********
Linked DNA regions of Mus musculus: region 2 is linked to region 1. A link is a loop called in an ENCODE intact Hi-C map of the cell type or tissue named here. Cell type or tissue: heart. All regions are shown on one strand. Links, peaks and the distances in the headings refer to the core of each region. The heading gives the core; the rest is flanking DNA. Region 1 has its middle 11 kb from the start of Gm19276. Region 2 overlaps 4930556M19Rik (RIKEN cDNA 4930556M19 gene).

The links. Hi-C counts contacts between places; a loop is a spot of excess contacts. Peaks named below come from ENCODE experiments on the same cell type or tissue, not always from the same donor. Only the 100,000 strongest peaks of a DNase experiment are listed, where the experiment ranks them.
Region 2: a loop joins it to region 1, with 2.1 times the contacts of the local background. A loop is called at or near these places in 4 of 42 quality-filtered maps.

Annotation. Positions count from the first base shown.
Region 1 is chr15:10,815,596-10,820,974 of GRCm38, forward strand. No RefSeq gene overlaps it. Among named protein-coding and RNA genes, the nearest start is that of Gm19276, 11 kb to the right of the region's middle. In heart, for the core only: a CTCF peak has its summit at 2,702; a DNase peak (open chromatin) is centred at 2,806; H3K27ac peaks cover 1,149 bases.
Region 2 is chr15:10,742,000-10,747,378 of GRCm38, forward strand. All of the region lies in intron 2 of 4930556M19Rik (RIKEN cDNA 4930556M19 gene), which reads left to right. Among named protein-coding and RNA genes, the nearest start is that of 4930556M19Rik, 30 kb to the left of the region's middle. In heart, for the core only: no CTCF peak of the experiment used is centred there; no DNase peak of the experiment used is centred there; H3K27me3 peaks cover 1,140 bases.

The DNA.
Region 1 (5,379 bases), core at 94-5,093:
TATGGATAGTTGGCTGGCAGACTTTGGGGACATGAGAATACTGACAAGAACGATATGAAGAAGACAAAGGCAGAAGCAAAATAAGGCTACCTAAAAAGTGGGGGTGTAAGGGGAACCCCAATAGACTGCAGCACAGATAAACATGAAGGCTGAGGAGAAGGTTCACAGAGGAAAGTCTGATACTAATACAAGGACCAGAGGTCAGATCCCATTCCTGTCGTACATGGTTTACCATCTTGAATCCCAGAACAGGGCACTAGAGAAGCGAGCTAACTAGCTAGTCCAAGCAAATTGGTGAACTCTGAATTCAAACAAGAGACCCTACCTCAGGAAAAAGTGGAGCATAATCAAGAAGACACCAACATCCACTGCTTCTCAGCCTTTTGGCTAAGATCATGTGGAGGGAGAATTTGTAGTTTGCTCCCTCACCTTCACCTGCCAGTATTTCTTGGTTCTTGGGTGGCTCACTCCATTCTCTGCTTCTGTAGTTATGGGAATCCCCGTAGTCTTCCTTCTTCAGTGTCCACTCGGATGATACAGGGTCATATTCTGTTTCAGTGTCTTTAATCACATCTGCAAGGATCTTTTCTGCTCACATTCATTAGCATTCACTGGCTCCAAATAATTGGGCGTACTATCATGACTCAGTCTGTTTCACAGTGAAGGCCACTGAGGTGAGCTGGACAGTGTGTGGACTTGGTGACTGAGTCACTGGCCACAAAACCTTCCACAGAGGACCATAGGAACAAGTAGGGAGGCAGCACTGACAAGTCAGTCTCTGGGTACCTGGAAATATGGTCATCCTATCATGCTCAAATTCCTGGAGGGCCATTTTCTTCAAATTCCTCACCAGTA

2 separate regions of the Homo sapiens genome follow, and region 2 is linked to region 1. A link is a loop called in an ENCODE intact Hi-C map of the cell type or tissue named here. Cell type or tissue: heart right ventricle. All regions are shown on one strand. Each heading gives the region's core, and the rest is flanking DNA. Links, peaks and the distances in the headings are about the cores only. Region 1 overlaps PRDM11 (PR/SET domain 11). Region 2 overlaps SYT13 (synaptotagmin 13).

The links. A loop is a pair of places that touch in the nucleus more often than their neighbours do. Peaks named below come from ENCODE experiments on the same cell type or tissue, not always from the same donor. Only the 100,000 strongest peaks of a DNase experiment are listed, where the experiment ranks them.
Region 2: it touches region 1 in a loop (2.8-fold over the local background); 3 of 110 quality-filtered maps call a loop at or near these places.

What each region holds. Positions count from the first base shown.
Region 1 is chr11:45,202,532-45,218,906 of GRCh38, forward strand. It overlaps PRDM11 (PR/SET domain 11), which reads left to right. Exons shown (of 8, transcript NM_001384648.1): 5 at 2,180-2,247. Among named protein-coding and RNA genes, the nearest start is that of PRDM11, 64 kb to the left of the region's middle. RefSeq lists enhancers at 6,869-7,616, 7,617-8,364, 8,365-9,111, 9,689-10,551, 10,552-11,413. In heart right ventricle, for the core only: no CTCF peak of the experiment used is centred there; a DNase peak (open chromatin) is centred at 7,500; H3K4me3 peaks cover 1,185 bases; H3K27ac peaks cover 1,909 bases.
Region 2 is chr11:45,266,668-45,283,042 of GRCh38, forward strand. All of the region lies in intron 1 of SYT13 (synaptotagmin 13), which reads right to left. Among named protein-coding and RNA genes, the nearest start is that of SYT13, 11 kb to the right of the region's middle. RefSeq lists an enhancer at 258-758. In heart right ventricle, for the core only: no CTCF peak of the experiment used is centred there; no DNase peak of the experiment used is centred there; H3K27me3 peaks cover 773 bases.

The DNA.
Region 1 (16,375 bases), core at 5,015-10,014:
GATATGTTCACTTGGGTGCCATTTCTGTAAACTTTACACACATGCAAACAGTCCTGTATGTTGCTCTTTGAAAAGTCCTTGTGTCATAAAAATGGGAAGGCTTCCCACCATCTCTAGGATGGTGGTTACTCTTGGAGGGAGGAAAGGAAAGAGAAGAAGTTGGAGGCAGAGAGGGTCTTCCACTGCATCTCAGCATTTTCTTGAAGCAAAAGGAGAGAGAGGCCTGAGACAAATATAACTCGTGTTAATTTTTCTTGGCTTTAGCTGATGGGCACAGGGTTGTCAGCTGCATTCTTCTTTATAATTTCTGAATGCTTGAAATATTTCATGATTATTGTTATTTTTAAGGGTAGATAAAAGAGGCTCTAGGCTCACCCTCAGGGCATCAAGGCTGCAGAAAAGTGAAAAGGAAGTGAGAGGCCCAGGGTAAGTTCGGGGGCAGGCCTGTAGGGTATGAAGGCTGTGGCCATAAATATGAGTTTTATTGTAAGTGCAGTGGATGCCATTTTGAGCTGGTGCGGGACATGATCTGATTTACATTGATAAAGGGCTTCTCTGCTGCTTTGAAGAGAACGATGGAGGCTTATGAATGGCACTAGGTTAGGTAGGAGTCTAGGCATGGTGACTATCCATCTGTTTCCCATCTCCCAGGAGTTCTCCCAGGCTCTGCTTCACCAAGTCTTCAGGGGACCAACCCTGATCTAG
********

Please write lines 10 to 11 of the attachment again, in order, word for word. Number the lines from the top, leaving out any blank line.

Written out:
2 separate regions of the Homo sapiens genome follow, and region 2 is linked to region 1. A link is a loop called in an ENCODE intact Hi-C map of the cell type or tissue named here. Cell type or tissue: heart right ventricle. All regions are shown on one strand. Each heading gives the region's core, and the rest is flanking DNA. Links, peaks and the distances in the headings are about the cores only. Region 1 overlaps PRDM11 (PR/SET domain 11). Region 2 overlaps SYT13 (synaptotagmin 13).

The links. A loop is a pair of places that touch in the nucleus more often than their neighbours do. Peaks named below come from ENCODE experiments on the same cell type or tissue, not always from the same donor. Only the 100,000 strongest peaks of a DNase experiment are listed, where the experiment ranks them.